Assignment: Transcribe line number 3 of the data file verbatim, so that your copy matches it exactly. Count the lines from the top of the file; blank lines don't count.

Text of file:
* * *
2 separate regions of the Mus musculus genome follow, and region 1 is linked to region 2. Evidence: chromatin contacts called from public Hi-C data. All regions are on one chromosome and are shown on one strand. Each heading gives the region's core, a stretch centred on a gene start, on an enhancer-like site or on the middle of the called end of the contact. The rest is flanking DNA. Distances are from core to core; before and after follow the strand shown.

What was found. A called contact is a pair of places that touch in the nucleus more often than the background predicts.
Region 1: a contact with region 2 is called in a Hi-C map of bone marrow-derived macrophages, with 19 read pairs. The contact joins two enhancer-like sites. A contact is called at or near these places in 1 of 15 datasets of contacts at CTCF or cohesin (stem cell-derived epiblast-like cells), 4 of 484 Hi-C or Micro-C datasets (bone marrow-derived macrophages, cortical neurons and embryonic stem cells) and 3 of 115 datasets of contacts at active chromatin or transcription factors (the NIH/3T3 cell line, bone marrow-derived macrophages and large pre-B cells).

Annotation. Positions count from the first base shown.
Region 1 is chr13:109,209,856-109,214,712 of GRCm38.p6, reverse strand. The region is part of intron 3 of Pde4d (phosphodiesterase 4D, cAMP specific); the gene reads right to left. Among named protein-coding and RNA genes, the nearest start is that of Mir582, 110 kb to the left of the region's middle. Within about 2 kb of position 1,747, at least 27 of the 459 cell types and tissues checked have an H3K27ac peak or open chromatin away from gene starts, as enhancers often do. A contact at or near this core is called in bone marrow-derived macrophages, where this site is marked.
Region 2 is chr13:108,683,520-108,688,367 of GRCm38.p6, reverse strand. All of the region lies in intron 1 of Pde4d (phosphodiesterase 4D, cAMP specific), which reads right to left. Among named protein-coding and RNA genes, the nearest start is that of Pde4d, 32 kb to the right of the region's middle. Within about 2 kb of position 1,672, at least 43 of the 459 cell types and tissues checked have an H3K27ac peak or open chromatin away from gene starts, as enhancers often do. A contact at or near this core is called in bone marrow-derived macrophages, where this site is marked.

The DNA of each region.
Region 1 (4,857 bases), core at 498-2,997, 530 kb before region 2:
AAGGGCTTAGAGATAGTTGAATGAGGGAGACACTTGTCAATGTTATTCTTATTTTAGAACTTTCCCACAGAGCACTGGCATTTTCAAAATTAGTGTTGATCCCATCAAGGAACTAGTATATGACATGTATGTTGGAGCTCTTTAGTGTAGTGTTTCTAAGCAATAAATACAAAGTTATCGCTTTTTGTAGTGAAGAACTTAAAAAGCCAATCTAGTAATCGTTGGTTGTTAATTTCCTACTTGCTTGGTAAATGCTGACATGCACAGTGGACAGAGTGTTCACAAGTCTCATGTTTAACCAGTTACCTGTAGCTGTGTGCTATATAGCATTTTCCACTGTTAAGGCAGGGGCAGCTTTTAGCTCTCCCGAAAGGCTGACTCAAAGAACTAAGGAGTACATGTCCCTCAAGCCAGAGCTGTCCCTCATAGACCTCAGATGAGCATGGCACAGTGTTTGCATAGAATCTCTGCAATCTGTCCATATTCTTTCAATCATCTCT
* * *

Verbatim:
Region 1: a contact with region 2 is called in a Hi-C map of bone marrow-derived macrophages, with 19 read pairs. The contact joins two enhancer-like sites. A contact is called at or near these places in 1 of 15 datasets of contacts at CTCF or cohesin (stem cell-derived epiblast-like cells), 4 of 484 Hi-C or Micro-C datasets (bone marrow-derived macrophages, cortical neurons and embryonic stem cells) and 3 of 115 datasets of contacts at active chromatin or transcription factors (the NIH/3T3 cell line, bone marrow-derived macrophages and large pre-B cells).